Many people are drawn to “do something” with their lived experience of suicide. Whether you live with your own suicidal ideation, have made an attempt on your life, cared for a loved one through a suicidal crisis or have been bereaved through suicide, the insights and wisdom gained through that experience does have the power to positively impact suicide prevention and potentially save a life.
Having a lived experience of suicide can change us quite profoundly. For some, it can leave them feeling devastated and confused about what it means to them, while for others it is a time to reflect on life and its value. Finding the balance between being able to think constructively about your experience and managing the overwhelming emotions is tricky, and the thought of feeling vulnerable is daunting for some.
There may come a time when you feel that you would like to contribute in some way to suicide prevention. You may not be sure of what your role might be, what it might mean to you both emotionally and mentally, and what the implications are for your family and friends. But we can assure you that sharing your lived experience, when done appropriately and with purpose, is a powerful tool for changing attitudes and opinions, furthering education about suicide prevention, raising awareness and leaving lasting impressions.
Of course, the most important consideration is that you are ready, and that your involvement is a rewarding and positive experience. It is without question difficult to talk about suicide when it has and does impact your life so profoundly, and our feelings can change over time and vary depending on the time of year and significant dates. It’s important to realise that being involved in suicide prevention does not mean 365 days a year, you are able to choose the nature and frequency of your involvement.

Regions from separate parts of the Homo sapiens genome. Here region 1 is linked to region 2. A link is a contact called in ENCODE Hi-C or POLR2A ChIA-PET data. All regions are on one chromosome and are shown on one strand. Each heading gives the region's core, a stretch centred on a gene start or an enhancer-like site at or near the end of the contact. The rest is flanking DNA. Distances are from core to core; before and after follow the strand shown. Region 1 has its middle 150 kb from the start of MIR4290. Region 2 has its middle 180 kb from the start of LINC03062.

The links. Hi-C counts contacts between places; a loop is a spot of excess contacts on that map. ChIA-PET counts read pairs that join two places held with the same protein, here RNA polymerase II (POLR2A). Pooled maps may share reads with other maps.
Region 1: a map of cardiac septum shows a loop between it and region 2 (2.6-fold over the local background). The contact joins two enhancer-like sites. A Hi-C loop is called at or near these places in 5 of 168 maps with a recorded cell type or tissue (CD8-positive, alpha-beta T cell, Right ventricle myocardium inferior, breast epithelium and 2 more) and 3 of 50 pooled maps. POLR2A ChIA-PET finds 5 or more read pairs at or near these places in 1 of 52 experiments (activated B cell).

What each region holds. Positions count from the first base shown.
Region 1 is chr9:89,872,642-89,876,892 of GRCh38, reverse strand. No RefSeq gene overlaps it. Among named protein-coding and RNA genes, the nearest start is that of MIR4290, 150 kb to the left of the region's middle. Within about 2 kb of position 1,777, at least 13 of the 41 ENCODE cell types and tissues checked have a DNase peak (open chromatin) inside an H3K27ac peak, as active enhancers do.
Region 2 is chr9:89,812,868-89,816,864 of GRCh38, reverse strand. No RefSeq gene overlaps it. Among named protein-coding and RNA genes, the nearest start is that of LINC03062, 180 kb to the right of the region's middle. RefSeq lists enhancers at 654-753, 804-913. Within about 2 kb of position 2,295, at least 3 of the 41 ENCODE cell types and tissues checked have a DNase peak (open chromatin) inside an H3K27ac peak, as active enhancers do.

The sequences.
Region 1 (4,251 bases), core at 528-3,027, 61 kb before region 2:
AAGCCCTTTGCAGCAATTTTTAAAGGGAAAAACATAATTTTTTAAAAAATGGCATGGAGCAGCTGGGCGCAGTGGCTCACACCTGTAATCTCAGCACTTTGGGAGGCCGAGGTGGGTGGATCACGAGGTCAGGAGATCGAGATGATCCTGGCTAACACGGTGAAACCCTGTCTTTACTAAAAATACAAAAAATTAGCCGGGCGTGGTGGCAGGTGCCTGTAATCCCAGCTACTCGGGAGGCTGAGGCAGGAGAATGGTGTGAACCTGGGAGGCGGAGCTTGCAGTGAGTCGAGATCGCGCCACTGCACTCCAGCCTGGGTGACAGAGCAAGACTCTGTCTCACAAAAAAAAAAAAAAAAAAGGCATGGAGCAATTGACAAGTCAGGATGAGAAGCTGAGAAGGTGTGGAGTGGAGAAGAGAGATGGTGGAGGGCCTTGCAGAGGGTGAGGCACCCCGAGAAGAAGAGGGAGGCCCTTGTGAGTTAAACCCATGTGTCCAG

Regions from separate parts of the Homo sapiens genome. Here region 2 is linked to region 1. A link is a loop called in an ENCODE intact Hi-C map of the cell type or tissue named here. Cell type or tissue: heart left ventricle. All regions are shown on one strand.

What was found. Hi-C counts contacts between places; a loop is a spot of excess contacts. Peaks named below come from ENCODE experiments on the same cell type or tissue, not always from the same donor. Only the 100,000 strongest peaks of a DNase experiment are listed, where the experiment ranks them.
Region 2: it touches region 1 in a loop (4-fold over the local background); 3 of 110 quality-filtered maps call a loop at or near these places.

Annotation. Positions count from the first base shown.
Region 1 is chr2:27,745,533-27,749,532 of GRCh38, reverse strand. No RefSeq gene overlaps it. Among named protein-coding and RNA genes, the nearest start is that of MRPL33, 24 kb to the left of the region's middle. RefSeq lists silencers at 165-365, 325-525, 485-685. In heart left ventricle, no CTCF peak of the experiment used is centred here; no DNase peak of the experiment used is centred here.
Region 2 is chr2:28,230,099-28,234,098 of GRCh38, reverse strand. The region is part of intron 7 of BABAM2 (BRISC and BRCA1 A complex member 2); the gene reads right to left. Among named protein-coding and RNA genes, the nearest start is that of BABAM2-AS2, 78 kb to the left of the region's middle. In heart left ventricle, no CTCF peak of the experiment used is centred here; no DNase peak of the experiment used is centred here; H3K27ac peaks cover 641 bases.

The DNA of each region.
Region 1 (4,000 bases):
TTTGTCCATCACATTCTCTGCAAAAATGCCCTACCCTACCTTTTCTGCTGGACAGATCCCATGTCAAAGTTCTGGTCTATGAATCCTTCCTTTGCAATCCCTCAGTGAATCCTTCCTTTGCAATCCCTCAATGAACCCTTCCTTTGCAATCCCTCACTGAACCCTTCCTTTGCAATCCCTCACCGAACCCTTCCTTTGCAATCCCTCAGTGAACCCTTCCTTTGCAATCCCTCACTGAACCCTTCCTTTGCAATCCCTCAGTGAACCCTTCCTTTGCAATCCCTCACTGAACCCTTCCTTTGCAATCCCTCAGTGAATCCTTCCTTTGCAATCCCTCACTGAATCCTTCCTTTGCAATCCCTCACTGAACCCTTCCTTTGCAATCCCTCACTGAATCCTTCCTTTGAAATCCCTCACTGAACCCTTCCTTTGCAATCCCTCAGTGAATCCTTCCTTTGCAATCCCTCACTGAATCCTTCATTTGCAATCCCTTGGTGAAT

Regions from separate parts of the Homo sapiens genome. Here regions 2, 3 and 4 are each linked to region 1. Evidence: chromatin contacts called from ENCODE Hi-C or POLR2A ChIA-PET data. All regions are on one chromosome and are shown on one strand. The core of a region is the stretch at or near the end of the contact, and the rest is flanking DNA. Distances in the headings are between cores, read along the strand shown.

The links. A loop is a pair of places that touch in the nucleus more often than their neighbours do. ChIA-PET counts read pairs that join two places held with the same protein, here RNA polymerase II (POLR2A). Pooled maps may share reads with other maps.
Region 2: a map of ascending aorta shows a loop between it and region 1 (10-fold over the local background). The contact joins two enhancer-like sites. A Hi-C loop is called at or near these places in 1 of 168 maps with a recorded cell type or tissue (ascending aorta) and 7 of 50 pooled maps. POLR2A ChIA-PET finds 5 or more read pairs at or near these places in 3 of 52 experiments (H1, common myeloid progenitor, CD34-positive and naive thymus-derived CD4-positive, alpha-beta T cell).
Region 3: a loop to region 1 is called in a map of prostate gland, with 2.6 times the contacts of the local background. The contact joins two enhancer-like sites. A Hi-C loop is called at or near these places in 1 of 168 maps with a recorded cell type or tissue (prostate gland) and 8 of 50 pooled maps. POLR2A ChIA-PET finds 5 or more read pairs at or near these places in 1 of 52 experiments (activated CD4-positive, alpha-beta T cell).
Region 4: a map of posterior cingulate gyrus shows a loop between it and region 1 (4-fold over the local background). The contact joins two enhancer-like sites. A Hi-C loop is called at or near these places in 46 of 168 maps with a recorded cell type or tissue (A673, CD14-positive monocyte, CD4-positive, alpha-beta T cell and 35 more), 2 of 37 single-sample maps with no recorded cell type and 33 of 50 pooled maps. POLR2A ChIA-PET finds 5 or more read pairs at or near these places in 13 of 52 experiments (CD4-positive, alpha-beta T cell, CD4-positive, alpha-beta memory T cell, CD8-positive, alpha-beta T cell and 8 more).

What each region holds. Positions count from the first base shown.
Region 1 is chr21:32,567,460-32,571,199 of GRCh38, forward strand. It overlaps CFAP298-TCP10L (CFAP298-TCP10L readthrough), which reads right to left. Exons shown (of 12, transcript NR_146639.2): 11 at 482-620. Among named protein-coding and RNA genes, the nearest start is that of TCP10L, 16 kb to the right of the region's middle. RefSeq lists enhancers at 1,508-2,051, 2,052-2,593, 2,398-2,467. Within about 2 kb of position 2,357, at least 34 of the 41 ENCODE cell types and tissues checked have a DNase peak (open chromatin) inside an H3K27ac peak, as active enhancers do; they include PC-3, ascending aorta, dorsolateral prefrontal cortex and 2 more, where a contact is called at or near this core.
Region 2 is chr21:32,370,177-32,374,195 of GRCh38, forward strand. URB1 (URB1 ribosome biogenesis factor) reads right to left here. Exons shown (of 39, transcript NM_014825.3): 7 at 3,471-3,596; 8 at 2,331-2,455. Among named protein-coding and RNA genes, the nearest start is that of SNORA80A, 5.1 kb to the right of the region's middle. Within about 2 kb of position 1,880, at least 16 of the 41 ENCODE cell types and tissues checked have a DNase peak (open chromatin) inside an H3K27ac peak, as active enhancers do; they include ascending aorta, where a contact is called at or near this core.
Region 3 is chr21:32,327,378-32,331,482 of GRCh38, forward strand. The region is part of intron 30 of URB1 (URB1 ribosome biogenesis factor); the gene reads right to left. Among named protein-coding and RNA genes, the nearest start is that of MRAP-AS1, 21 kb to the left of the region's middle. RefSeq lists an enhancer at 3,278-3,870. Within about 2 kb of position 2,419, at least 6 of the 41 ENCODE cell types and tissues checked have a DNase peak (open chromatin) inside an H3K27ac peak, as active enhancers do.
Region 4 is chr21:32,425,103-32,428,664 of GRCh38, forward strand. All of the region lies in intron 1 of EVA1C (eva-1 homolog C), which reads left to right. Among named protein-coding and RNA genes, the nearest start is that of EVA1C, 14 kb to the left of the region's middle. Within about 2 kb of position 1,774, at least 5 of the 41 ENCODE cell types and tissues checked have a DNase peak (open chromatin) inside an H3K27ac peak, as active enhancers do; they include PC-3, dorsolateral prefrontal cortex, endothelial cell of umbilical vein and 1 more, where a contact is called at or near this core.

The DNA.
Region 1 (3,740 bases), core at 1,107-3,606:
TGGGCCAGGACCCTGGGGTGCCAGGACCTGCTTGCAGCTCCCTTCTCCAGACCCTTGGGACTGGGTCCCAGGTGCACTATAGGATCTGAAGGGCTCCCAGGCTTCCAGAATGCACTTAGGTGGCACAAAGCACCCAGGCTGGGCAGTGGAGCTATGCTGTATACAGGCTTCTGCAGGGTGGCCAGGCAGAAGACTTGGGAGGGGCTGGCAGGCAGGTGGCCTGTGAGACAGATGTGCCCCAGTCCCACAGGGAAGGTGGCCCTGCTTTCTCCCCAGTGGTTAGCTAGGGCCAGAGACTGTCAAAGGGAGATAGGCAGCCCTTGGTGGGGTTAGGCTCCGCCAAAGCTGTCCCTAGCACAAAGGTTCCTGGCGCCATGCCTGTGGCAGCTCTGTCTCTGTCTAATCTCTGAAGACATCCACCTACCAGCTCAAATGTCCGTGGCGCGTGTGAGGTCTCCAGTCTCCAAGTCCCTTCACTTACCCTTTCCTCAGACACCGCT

We hope that working through this document will help you clarify your thoughts about becoming involved in suicide prevention, and if you decide to take that step, then Roses in the Ocean is able to provide you with training and support to assist you.
Has it been enough time?
The more we work with people with a lived experience of suicide, the more it becomes apparent that time is different for all and there is no rule book to follow on what is the right time to get involved after your experience. For some people, they are ready to become involved just months after their lived experience, while for others it can take years.
The most important consideration is your personal level of vulnerability, the scaffolding of support you have in place, and your self-care rituals. Levels of vulnerability can change over time as suicidality and grief may resurface and when this happens, it is important to know that stepping back and withdrawing from suicide prevention activities at that time is the right thing to do.
If you believe you are ready, we will happily discuss with you in more detail what it is like to be involved, and this will help contribute to your final decision. Remember, your involvement needs to be the right thing at the right time for you.